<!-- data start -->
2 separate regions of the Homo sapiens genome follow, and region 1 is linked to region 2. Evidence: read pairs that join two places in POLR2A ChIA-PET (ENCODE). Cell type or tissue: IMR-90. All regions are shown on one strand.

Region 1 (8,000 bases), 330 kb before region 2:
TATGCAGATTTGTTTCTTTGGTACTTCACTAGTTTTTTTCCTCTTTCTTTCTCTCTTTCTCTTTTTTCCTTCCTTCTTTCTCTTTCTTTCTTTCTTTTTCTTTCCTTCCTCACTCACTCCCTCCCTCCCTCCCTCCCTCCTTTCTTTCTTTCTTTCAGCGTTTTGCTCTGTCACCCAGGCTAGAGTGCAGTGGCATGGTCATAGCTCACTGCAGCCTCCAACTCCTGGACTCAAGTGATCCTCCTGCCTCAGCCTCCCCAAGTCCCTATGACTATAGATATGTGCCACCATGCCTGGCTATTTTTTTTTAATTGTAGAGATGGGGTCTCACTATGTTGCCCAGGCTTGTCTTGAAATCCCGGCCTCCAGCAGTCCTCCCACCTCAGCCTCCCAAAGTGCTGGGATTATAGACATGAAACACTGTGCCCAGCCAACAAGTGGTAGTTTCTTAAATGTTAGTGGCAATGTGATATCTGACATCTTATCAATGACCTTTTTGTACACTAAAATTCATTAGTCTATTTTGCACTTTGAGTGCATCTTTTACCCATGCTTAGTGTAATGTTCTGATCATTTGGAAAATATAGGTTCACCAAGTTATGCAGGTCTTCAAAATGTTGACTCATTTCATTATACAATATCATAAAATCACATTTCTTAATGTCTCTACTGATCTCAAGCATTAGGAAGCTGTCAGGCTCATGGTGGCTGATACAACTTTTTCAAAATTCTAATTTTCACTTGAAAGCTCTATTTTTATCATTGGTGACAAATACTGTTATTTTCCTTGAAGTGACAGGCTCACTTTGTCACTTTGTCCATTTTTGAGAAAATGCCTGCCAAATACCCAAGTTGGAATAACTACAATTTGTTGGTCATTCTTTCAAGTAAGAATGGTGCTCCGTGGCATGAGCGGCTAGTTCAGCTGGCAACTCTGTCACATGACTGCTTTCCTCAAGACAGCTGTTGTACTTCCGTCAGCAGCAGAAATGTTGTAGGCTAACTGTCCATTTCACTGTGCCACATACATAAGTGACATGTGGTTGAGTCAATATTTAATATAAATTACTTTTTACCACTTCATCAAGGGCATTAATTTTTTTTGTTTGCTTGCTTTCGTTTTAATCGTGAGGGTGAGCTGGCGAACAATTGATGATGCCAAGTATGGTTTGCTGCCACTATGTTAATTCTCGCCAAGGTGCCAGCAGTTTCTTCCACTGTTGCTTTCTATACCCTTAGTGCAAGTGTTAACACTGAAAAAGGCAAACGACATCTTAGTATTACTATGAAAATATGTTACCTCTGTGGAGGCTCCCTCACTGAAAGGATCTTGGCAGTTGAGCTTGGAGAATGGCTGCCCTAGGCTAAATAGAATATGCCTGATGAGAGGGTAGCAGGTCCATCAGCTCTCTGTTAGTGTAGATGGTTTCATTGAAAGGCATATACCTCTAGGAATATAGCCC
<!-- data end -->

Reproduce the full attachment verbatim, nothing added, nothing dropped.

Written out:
2 separate regions of the Homo sapiens genome follow, and region 1 is linked to region 2. Evidence: read pairs that join two places in POLR2A ChIA-PET (ENCODE). Cell type or tissue: IMR-90. All regions are shown on one strand.

Region 1 (8,000 bases), 330 kb before region 2:
TATGCAGATTTGTTTCTTTGGTACTTCACTAGTTTTTTTCCTCTTTCTTTCTCTCTTTCTCTTTTTTCCTTCCTTCTTTCTCTTTCTTTCTTTCTTTTTCTTTCCTTCCTCACTCACTCCCTCCCTCCCTCCCTCCCTCCTTTCTTTCTTTCTTTCAGCGTTTTGCTCTGTCACCCAGGCTAGAGTGCAGTGGCATGGTCATAGCTCACTGCAGCCTCCAACTCCTGGACTCAAGTGATCCTCCTGCCTCAGCCTCCCCAAGTCCCTATGACTATAGATATGTGCCACCATGCCTGGCTATTTTTTTTTAATTGTAGAGATGGGGTCTCACTATGTTGCCCAGGCTTGTCTTGAAATCCCGGCCTCCAGCAGTCCTCCCACCTCAGCCTCCCAAAGTGCTGGGATTATAGACATGAAACACTGTGCCCAGCCAACAAGTGGTAGTTTCTTAAATGTTAGTGGCAATGTGATATCTGACATCTTATCAATGACCTTTTTGTACACTAAAATTCATTAGTCTATTTTGCACTTTGAGTGCATCTTTTACCCATGCTTAGTGTAATGTTCTGATCATTTGGAAAATATAGGTTCACCAAGTTATGCAGGTCTTCAAAATGTTGACTCATTTCATTATACAATATCATAAAATCACATTTCTTAATGTCTCTACTGATCTCAAGCATTAGGAAGCTGTCAGGCTCATGGTGGCTGATACAACTTTTTCAAAATTCTAATTTTCACTTGAAAGCTCTATTTTTATCATTGGTGACAAATACTGTTATTTTCCTTGAAGTGACAGGCTCACTTTGTCACTTTGTCCATTTTTGAGAAAATGCCTGCCAAATACCCAAGTTGGAATAACTACAATTTGTTGGTCATTCTTTCAAGTAAGAATGGTGCTCCGTGGCATGAGCGGCTAGTTCAGCTGGCAACTCTGTCACATGACTGCTTTCCTCAAGACAGCTGTTGTACTTCCGTCAGCAGCAGAAATGTTGTAGGCTAACTGTCCATTTCACTGTGCCACATACATAAGTGACATGTGGTTGAGTCAATATTTAATATAAATTACTTTTTACCACTTCATCAAGGGCATTAATTTTTTTTGTTTGCTTGCTTTCGTTTTAATCGTGAGGGTGAGCTGGCGAACAATTGATGATGCCAAGTATGGTTTGCTGCCACTATGTTAATTCTCGCCAAGGTGCCAGCAGTTTCTTCCACTGTTGCTTTCTATACCCTTAGTGCAAGTGTTAACACTGAAAAAGGCAAACGACATCTTAGTATTACTATGAAAATATGTTACCTCTGTGGAGGCTCCCTCACTGAAAGGATCTTGGCAGTTGAGCTTGGAGAATGGCTGCCCTAGGCTAAATAGAATATGCCTGATGAGAGGGTAGCAGGTCCATCAGCTCTCTGTTAGTGTAGATGGTTTCATTGAAAGGCATATACCTCTAGGAATATAGCCC